“I canna leave the babe for long,” she said in answer to my thoughts, grimacing as she cupped one breast from beneath. “I’ll burst.” In response to the touch, milk had begun to drip from the engorged nipple, thin and bluish. Pulling a large kerchief from her pocket, Jenny tucked it beneath her breast. There was a small pewter cup on the ground beside her, one she had taken from the saddlebag. Pressing the lip of the cup just below the nipple, she gently stroked the breast between two fingers, squeezing gently toward the nipple. The milk dripped faster in response, then suddenly the areole around the nipple contracted and the milk spurted out in a tiny jet of surprising force.

“I didn’t know it did that!” I blurted, staring in fascination.

Forgive Claire, she is a combat nurse and breast feeding is an likely maneuver on a battlefield. I love that Diana doesn’t shy away from the human body with its array of marvelously, messy functions – a courageous example to all. And, ditto to our Jenny actress – remember, no names!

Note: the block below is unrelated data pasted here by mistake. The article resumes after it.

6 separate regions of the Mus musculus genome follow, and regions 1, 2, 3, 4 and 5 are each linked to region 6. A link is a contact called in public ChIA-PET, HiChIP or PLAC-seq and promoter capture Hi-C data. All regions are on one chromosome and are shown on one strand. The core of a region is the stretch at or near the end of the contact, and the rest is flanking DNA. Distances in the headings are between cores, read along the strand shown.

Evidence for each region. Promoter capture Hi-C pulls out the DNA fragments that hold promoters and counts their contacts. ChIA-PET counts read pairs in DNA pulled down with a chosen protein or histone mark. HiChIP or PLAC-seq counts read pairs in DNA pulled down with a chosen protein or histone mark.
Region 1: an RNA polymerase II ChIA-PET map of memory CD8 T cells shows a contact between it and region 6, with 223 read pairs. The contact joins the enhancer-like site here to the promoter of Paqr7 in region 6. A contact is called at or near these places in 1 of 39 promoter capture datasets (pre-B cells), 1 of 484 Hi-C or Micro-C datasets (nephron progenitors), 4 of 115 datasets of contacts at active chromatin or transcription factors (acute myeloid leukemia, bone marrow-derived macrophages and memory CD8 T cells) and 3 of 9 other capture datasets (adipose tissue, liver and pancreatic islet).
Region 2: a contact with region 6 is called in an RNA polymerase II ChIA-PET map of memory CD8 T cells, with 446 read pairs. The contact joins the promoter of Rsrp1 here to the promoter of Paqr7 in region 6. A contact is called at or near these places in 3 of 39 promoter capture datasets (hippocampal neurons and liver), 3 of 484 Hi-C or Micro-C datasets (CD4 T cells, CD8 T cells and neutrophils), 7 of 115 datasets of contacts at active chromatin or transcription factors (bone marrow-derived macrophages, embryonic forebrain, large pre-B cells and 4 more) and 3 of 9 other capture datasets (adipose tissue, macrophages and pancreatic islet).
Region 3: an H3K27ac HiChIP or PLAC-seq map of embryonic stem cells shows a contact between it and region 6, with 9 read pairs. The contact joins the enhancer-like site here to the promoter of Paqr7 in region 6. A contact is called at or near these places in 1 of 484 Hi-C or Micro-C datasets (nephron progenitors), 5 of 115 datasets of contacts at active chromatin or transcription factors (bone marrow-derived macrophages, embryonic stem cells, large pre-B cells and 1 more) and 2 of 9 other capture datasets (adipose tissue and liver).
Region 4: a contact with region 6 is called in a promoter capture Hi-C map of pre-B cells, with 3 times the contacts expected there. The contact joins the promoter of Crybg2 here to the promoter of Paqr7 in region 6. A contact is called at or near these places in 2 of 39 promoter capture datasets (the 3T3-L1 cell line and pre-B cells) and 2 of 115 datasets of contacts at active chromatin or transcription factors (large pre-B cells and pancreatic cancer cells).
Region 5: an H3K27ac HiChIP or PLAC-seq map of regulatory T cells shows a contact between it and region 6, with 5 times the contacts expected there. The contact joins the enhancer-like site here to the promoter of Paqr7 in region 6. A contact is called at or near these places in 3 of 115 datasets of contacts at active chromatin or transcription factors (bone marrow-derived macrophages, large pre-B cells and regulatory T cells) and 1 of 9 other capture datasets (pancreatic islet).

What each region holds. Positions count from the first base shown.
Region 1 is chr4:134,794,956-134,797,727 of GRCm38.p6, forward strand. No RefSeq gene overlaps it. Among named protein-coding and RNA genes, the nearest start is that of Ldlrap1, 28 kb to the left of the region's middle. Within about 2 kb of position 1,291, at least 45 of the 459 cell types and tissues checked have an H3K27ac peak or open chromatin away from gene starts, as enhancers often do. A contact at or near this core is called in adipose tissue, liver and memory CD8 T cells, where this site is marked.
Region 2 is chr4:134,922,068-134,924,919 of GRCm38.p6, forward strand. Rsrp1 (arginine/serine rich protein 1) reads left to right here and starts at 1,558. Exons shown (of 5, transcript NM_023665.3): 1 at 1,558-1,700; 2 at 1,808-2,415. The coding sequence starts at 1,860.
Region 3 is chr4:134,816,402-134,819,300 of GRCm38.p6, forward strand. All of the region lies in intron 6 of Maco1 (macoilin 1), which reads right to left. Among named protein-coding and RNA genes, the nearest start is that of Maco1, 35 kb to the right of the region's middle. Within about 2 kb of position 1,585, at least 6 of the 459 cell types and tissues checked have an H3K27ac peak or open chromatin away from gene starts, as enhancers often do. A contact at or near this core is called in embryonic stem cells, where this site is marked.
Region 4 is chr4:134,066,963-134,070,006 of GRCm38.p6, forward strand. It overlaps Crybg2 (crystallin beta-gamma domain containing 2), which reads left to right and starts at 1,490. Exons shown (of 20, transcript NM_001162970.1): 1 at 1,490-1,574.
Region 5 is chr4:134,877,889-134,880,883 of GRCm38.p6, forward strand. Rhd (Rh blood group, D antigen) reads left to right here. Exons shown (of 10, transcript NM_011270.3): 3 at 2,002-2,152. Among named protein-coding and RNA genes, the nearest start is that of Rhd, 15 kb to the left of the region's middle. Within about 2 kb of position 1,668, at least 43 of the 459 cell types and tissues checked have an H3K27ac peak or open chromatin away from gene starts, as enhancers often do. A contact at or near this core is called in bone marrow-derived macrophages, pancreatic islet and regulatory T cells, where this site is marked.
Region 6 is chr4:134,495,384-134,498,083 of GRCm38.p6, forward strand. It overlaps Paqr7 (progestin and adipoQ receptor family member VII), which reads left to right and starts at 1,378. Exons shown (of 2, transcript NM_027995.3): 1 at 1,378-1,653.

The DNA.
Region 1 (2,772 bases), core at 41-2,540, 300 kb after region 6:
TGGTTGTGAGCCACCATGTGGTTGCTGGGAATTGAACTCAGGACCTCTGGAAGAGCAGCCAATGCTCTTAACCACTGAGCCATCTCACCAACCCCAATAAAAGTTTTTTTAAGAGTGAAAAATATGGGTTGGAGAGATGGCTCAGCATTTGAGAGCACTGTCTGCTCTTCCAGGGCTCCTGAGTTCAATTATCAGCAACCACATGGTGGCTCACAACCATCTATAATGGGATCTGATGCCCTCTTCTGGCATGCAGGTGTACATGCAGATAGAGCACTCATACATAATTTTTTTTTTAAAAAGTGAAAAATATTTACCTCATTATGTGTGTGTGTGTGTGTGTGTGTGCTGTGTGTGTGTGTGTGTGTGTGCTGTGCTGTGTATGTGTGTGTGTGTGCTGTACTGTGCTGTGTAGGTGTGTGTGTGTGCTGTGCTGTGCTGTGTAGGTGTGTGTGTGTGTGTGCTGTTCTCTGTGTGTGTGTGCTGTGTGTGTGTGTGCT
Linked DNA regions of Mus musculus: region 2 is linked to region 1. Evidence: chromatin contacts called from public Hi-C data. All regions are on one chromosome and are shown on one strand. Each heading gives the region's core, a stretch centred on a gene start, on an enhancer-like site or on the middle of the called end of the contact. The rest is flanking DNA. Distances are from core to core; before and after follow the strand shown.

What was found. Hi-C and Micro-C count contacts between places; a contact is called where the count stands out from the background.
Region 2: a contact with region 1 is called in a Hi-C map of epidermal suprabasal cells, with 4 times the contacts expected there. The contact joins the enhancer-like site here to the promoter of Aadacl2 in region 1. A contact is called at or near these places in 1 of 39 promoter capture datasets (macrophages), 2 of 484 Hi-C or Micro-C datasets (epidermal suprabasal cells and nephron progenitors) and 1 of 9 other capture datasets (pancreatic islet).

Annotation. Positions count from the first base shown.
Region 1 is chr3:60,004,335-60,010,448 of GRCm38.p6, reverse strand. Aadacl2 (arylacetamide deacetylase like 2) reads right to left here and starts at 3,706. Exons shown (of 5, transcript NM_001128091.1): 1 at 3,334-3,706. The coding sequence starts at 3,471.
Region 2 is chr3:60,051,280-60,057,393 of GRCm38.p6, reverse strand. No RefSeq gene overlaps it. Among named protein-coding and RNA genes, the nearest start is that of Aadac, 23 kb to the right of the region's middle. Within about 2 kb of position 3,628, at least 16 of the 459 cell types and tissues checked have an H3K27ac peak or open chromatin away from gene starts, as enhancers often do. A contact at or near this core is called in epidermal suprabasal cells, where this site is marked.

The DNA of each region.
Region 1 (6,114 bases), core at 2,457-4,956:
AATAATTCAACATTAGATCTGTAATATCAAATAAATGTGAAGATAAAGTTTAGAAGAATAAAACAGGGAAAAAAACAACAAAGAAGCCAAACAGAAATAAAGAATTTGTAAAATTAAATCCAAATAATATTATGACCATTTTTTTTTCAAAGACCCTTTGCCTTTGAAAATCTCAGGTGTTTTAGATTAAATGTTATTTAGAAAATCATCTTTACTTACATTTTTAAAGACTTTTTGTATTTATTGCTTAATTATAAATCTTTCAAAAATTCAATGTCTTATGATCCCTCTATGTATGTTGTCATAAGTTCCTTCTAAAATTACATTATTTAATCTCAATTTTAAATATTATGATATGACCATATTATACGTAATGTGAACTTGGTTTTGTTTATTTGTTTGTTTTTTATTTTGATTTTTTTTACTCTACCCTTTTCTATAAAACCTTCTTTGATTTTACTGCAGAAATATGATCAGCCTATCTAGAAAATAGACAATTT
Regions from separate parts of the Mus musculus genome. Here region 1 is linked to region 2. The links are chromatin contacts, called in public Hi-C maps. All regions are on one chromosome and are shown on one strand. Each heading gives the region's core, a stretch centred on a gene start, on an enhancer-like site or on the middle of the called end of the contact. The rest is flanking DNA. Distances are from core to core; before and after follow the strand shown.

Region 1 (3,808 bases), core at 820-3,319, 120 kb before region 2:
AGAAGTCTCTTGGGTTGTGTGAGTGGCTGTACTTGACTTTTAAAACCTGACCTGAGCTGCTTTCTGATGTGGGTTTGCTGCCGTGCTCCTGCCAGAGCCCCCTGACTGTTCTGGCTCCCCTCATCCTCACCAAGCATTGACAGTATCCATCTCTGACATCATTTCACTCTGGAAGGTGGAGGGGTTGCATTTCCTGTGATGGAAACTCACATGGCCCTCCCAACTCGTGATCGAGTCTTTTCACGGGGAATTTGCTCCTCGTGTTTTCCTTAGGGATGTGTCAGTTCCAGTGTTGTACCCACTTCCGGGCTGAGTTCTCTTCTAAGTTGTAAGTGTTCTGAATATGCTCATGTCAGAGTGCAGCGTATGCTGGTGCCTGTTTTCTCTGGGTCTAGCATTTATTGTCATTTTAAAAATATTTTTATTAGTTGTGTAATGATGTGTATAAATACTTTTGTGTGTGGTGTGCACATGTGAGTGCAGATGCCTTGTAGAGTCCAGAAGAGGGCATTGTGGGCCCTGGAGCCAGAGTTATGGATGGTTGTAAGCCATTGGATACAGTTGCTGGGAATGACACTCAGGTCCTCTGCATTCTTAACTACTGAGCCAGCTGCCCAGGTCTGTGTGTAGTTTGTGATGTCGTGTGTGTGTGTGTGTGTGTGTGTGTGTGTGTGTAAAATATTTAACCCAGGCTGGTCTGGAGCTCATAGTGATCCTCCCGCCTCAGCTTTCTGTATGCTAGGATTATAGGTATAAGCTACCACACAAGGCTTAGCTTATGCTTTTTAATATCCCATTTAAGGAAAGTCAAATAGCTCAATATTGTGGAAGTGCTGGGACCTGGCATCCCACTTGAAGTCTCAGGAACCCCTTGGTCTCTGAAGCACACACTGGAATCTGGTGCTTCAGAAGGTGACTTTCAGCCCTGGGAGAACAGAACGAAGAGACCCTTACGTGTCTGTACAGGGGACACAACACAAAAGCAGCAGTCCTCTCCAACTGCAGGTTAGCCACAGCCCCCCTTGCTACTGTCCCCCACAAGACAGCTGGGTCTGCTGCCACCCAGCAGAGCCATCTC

Nipple Piercing: Hum…. I am not a huge fan of nipple piercing, despite its popularity, as the large bore needle used for piercing and hefty nipple rings may cause a strammash with anatomy of the lactiferous ducts (Image L). ‘Nuf said!

Image L

Murtagh, on the other hand, was perfectly fine with Piercing Practices – one of the few times we see Godfather crack a smile (Starz episode 202, Not in Scotland Anymore). Hurry, Murtagh. Back to the Paris apartment and Suzette!!!

Of course, Dragonfly in Amber book says  Jamie’s (not Murtagh’s) eyes were watching the swinging swans!